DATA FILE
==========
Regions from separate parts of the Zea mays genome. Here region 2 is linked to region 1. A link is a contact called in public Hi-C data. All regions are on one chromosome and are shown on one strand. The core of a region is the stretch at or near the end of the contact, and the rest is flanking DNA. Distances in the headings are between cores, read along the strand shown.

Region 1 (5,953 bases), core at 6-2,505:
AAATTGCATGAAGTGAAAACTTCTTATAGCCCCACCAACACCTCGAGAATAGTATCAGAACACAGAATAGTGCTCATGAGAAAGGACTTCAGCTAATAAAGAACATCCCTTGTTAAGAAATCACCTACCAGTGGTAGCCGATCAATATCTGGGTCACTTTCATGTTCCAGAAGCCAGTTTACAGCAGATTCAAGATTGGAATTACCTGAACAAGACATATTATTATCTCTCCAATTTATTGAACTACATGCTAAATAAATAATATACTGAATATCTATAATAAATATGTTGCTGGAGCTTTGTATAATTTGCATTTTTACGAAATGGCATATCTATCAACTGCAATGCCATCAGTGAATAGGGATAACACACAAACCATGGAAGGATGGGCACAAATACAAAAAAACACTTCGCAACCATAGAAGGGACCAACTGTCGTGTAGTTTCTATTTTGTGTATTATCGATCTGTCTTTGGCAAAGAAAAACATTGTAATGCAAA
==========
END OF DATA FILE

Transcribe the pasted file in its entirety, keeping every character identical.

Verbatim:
Regions from separate parts of the Zea mays genome. Here region 2 is linked to region 1. A link is a contact called in public Hi-C data. All regions are on one chromosome and are shown on one strand. The core of a region is the stretch at or near the end of the contact, and the rest is flanking DNA. Distances in the headings are between cores, read along the strand shown.

Region 1 (5,953 bases), core at 6-2,505:
AAATTGCATGAAGTGAAAACTTCTTATAGCCCCACCAACACCTCGAGAATAGTATCAGAACACAGAATAGTGCTCATGAGAAAGGACTTCAGCTAATAAAGAACATCCCTTGTTAAGAAATCACCTACCAGTGGTAGCCGATCAATATCTGGGTCACTTTCATGTTCCAGAAGCCAGTTTACAGCAGATTCAAGATTGGAATTACCTGAACAAGACATATTATTATCTCTCCAATTTATTGAACTACATGCTAAATAAATAATATACTGAATATCTATAATAAATATGTTGCTGGAGCTTTGTATAATTTGCATTTTTACGAAATGGCATATCTATCAACTGCAATGCCATCAGTGAATAGGGATAACACACAAACCATGGAAGGATGGGCACAAATACAAAAAAACACTTCGCAACCATAGAAGGGACCAACTGTCGTGTAGTTTCTATTTTGTGTATTATCGATCTGTCTTTGGCAAAGAAAAACATTGTAATGCAAA